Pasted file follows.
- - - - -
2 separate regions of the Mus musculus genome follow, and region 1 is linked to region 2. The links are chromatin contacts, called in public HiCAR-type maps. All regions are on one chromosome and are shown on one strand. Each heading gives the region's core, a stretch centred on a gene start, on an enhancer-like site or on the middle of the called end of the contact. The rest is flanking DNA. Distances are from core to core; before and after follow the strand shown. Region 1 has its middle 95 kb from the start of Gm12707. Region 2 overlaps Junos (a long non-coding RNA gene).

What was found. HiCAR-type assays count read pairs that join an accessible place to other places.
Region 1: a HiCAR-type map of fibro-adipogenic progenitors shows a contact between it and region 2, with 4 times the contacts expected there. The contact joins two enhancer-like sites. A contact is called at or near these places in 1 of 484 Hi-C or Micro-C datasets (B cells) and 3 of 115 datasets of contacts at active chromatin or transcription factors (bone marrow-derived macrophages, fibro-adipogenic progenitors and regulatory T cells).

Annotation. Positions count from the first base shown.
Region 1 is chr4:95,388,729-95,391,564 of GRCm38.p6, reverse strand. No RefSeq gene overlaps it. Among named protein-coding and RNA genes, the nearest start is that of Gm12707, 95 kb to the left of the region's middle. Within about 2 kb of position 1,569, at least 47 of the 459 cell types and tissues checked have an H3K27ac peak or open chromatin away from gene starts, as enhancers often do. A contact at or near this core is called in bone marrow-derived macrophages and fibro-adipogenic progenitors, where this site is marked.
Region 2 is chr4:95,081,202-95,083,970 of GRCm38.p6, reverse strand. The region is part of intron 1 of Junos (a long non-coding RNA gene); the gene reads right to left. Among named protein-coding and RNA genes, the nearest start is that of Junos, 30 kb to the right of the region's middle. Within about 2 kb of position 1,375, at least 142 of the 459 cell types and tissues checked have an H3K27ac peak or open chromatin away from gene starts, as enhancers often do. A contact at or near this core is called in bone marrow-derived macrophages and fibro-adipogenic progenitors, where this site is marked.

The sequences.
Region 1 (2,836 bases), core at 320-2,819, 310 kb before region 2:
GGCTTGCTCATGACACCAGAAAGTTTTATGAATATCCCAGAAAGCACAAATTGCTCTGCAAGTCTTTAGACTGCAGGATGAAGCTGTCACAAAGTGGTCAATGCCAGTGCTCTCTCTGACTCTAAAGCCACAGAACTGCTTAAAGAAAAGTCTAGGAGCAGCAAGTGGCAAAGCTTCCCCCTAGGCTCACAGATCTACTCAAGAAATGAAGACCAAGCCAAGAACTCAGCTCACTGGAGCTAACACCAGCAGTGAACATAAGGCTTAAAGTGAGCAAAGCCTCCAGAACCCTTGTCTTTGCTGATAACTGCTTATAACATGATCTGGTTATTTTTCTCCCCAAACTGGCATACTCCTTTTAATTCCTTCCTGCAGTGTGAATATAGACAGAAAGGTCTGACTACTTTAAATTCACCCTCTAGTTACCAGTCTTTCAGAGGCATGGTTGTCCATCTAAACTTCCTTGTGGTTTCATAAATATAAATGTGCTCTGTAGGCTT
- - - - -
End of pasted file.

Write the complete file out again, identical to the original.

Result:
2 separate regions of the Mus musculus genome follow, and region 1 is linked to region 2. The links are chromatin contacts, called in public HiCAR-type maps. All regions are on one chromosome and are shown on one strand. Each heading gives the region's core, a stretch centred on a gene start, on an enhancer-like site or on the middle of the called end of the contact. The rest is flanking DNA. Distances are from core to core; before and after follow the strand shown. Region 1 has its middle 95 kb from the start of Gm12707. Region 2 overlaps Junos (a long non-coding RNA gene).

What was found. HiCAR-type assays count read pairs that join an accessible place to other places.
Region 1: a HiCAR-type map of fibro-adipogenic progenitors shows a contact between it and region 2, with 4 times the contacts expected there. The contact joins two enhancer-like sites. A contact is called at or near these places in 1 of 484 Hi-C or Micro-C datasets (B cells) and 3 of 115 datasets of contacts at active chromatin or transcription factors (bone marrow-derived macrophages, fibro-adipogenic progenitors and regulatory T cells).

Annotation. Positions count from the first base shown.
Region 1 is chr4:95,388,729-95,391,564 of GRCm38.p6, reverse strand. No RefSeq gene overlaps it. Among named protein-coding and RNA genes, the nearest start is that of Gm12707, 95 kb to the left of the region's middle. Within about 2 kb of position 1,569, at least 47 of the 459 cell types and tissues checked have an H3K27ac peak or open chromatin away from gene starts, as enhancers often do. A contact at or near this core is called in bone marrow-derived macrophages and fibro-adipogenic progenitors, where this site is marked.
Region 2 is chr4:95,081,202-95,083,970 of GRCm38.p6, reverse strand. The region is part of intron 1 of Junos (a long non-coding RNA gene); the gene reads right to left. Among named protein-coding and RNA genes, the nearest start is that of Junos, 30 kb to the right of the region's middle. Within about 2 kb of position 1,375, at least 142 of the 459 cell types and tissues checked have an H3K27ac peak or open chromatin away from gene starts, as enhancers often do. A contact at or near this core is called in bone marrow-derived macrophages and fibro-adipogenic progenitors, where this site is marked.

The sequences.
Region 1 (2,836 bases), core at 320-2,819, 310 kb before region 2:
GGCTTGCTCATGACACCAGAAAGTTTTATGAATATCCCAGAAAGCACAAATTGCTCTGCAAGTCTTTAGACTGCAGGATGAAGCTGTCACAAAGTGGTCAATGCCAGTGCTCTCTCTGACTCTAAAGCCACAGAACTGCTTAAAGAAAAGTCTAGGAGCAGCAAGTGGCAAAGCTTCCCCCTAGGCTCACAGATCTACTCAAGAAATGAAGACCAAGCCAAGAACTCAGCTCACTGGAGCTAACACCAGCAGTGAACATAAGGCTTAAAGTGAGCAAAGCCTCCAGAACCCTTGTCTTTGCTGATAACTGCTTATAACATGATCTGGTTATTTTTCTCCCCAAACTGGCATACTCCTTTTAATTCCTTCCTGCAGTGTGAATATAGACAGAAAGGTCTGACTACTTTAAATTCACCCTCTAGTTACCAGTCTTTCAGAGGCATGGTTGTCCATCTAAACTTCCTTGTGGTTTCATAAATATAAATGTGCTCTGTAGGCTT